Executive Council member Bernard Chan says more people could be allowed to vote for members of the nominating committee that will pick candidates to lead the city in 2017 as he urged Hongkongers to accept Beijing's model for reform.
He also reiterated that he would not run for chief executive in 2017 - even if the reform package overcomes opposition from pan-democrats to pass through the Legislative Council.
"My view is that Hong Kong people have to prove to the central government that we can exercise our right to vote rationally" by electing a leader who does not threaten national security, Chan said yesterday.
"Once the trust is built, the gate will be opened. I believe that by then, Beijing will be more willing to accept more liberal proposals," said Chan, a deputy to the National People's Congress.
He cited a suggestion by a group of 13 scholars that the nominating committee be extended from 1,200 to 2,400 members, with half elected by the public.
The NPC Standing Committee voted on Sunday to cap the number of candidates in the 2017 election at two or three and insist they each win the support of over 50 per cent of a nominating committee, which is to be based on the election committee that decided the 2012 poll. Just 250,000 people and corporations had votes for the election committee.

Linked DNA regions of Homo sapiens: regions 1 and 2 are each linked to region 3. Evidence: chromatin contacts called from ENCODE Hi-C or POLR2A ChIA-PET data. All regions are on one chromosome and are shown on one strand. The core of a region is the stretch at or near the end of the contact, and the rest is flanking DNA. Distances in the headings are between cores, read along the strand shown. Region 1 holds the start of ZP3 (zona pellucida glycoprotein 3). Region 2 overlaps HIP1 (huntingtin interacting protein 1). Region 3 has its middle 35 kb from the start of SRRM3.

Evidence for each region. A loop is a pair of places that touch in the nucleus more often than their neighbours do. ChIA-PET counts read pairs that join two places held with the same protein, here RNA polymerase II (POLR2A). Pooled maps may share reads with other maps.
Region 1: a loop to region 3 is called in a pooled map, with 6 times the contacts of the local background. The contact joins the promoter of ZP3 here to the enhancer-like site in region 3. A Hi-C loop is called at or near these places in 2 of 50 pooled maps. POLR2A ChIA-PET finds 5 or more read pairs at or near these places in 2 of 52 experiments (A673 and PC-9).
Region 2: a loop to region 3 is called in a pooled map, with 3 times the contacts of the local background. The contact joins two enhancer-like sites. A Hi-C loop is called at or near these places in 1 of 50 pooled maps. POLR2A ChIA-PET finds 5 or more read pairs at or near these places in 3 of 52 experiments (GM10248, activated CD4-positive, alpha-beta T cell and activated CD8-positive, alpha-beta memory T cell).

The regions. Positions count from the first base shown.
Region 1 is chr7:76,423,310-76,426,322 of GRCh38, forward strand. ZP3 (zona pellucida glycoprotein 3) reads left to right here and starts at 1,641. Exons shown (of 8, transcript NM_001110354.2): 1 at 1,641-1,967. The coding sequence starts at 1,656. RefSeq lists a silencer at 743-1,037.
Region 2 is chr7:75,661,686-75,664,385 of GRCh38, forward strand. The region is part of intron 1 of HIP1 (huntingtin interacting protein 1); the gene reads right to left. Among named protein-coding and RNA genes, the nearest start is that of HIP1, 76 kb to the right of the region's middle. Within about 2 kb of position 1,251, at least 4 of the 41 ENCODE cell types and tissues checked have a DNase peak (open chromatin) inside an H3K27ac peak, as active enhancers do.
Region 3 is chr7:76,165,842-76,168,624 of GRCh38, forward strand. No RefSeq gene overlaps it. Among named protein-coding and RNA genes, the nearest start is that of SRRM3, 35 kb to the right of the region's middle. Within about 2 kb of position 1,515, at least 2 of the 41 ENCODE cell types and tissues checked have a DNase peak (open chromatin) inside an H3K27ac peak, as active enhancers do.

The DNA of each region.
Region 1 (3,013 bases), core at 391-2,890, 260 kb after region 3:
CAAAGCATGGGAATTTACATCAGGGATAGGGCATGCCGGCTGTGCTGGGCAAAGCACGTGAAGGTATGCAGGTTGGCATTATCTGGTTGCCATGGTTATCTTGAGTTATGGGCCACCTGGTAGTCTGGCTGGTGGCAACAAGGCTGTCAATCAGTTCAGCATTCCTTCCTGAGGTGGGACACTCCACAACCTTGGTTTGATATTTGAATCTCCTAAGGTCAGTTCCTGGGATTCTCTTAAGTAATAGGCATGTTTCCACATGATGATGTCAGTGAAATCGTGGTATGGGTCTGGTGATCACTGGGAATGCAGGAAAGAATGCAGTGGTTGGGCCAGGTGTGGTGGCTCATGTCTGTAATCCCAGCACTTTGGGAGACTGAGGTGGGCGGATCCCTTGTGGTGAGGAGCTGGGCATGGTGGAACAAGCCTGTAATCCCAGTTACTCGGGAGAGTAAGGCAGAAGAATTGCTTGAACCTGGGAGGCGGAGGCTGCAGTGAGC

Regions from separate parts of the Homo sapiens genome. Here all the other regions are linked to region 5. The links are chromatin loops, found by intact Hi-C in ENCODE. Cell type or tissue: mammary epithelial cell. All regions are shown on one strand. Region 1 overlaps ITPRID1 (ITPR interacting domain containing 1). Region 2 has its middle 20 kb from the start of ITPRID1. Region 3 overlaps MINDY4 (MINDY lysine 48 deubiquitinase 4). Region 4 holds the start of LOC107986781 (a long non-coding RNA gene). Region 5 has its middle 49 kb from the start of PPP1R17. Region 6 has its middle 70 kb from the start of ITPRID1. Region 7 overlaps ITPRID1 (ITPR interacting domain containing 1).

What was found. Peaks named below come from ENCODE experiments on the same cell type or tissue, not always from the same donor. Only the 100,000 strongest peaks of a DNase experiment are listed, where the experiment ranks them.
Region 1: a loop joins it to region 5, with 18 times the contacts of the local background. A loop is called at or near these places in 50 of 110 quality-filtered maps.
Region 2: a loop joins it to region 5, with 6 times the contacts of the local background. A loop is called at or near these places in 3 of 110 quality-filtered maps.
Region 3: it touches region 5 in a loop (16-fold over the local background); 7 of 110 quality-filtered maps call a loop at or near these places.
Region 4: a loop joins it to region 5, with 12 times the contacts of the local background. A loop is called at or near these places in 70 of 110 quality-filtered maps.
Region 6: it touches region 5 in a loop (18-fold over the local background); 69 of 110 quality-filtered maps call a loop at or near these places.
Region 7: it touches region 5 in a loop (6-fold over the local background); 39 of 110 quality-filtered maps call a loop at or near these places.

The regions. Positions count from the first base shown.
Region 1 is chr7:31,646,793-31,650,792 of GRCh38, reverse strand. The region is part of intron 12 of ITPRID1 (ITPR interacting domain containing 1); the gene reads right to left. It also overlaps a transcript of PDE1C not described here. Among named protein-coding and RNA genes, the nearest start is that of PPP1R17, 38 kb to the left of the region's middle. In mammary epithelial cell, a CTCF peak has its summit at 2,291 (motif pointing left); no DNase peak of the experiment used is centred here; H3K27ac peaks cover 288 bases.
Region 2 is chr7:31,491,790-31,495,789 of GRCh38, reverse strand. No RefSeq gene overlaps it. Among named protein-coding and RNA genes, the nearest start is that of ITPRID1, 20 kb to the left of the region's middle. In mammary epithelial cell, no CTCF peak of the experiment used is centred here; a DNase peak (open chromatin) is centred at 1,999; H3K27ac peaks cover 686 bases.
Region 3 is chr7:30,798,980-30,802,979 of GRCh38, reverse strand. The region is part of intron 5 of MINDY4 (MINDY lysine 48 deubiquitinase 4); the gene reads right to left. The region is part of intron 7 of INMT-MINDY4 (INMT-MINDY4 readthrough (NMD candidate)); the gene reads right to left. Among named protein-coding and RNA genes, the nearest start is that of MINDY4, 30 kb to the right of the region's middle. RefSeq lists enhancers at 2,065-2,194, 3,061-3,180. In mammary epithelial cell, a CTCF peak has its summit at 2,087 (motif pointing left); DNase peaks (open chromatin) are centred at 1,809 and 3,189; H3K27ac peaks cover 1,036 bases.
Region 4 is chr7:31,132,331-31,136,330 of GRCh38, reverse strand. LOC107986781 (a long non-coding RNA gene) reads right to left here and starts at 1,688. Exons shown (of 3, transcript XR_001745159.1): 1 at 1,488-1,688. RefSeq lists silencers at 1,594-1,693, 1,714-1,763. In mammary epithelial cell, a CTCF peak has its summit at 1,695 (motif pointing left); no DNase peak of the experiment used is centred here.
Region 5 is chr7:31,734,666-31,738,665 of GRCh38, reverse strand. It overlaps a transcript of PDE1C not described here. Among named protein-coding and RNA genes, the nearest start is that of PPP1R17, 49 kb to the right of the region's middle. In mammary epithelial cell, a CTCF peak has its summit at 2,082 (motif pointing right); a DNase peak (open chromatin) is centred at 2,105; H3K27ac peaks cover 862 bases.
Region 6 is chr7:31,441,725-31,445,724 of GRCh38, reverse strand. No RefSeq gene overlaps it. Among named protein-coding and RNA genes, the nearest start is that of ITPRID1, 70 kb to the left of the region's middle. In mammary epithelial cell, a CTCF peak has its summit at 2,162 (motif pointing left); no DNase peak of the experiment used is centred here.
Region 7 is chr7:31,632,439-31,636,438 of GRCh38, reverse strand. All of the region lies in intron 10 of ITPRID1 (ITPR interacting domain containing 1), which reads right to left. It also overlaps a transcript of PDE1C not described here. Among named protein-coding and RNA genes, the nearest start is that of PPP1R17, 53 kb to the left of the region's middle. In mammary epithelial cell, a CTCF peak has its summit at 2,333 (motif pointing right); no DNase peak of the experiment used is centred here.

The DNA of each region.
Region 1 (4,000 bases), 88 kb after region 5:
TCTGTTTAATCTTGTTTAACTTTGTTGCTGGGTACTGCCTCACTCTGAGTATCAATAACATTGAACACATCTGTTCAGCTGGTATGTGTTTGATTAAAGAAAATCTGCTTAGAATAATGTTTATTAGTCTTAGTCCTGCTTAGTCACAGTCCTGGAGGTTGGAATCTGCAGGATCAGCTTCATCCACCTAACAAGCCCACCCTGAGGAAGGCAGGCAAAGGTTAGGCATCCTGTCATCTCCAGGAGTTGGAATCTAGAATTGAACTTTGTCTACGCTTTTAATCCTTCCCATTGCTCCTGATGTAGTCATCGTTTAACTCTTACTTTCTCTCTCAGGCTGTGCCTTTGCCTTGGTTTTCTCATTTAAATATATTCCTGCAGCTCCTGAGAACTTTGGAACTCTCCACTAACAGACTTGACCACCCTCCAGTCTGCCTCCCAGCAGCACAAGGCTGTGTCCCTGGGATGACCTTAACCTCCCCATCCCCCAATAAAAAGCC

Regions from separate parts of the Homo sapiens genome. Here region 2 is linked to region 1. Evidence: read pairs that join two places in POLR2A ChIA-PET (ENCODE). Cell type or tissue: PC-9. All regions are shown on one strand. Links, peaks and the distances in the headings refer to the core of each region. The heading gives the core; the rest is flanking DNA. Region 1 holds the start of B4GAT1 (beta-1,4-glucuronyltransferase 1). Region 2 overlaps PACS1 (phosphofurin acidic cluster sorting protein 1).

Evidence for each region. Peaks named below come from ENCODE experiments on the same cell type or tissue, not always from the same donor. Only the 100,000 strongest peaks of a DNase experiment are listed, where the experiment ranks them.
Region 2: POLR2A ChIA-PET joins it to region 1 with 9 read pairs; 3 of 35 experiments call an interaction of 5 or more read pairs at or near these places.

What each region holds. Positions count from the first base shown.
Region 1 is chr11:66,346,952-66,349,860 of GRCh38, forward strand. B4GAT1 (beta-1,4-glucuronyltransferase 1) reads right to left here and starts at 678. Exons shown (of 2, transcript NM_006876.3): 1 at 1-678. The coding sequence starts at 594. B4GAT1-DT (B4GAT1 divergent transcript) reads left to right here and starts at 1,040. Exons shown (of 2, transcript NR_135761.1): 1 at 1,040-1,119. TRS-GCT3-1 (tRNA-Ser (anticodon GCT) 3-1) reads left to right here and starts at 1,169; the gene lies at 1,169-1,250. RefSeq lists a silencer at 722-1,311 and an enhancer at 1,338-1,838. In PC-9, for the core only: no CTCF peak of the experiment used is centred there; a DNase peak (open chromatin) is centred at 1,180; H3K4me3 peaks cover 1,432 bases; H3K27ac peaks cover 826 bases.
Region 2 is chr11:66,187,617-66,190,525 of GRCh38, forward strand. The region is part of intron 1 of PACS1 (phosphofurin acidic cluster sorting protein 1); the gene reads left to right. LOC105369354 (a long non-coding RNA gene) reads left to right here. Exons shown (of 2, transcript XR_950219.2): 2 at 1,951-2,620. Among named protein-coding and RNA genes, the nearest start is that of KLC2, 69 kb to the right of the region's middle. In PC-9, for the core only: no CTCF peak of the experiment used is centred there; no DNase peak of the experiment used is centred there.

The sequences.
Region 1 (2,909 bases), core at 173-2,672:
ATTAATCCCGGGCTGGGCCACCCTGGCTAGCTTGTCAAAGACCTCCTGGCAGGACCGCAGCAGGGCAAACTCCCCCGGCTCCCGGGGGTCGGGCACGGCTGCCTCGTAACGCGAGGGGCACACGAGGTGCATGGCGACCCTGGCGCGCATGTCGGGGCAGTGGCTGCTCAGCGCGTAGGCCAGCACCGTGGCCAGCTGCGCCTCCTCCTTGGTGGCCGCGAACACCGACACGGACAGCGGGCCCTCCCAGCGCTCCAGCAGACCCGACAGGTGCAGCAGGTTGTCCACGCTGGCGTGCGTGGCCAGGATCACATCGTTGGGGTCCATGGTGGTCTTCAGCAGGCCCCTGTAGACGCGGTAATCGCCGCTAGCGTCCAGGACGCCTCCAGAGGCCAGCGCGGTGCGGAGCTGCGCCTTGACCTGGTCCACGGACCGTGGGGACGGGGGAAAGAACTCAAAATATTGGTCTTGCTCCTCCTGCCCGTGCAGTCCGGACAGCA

"As a member of the election committee, I hope to have a bigger mandate. My sector has agreed to broaden our voter base tenfold," said Chan, who was voted into the body by the 127 corporations that hold votes in the insurance subsector, the second smallest of 38 subsectors that elect the bulk of the committee.
Chan said his sector had decided that each corporation should have multiple votes, perhaps given to their directors. The financial services subsector, with 573 voters, earlier indicated it would let more people vote.
He also noted that Sunday's decision did not set down how the committee would choose candidates, raising the possibility of would-be candidates vying for public support in an American-style "primary" in the hope of influencing the committee.
"The primary is important because those aspirants can still lobby for public support, taking part in television debates. The committee cannot ignore public opinion," he said.
Chan had been tipped to run for the top job, but said he would be too busy taking care of his family's businesses.
Professor Lau Siu-kai, vice-chairman of the Chinese Association of Hong Kong and Macau Studies, agreed with Chan and said Beijing's concern was avoiding a "confrontational" leader.
"It is willing to bear some risk, because in such an election, public opinion will play an increasing role," Lau told a radio interview.
The reform package must now be finalised by the government and win a two-thirds majority in the 70-strong Legco. The 27 pan-democratic lawmakers have vowed to veto it, but most rejected the idea of a mass resignation, as suggested by radical group People Power.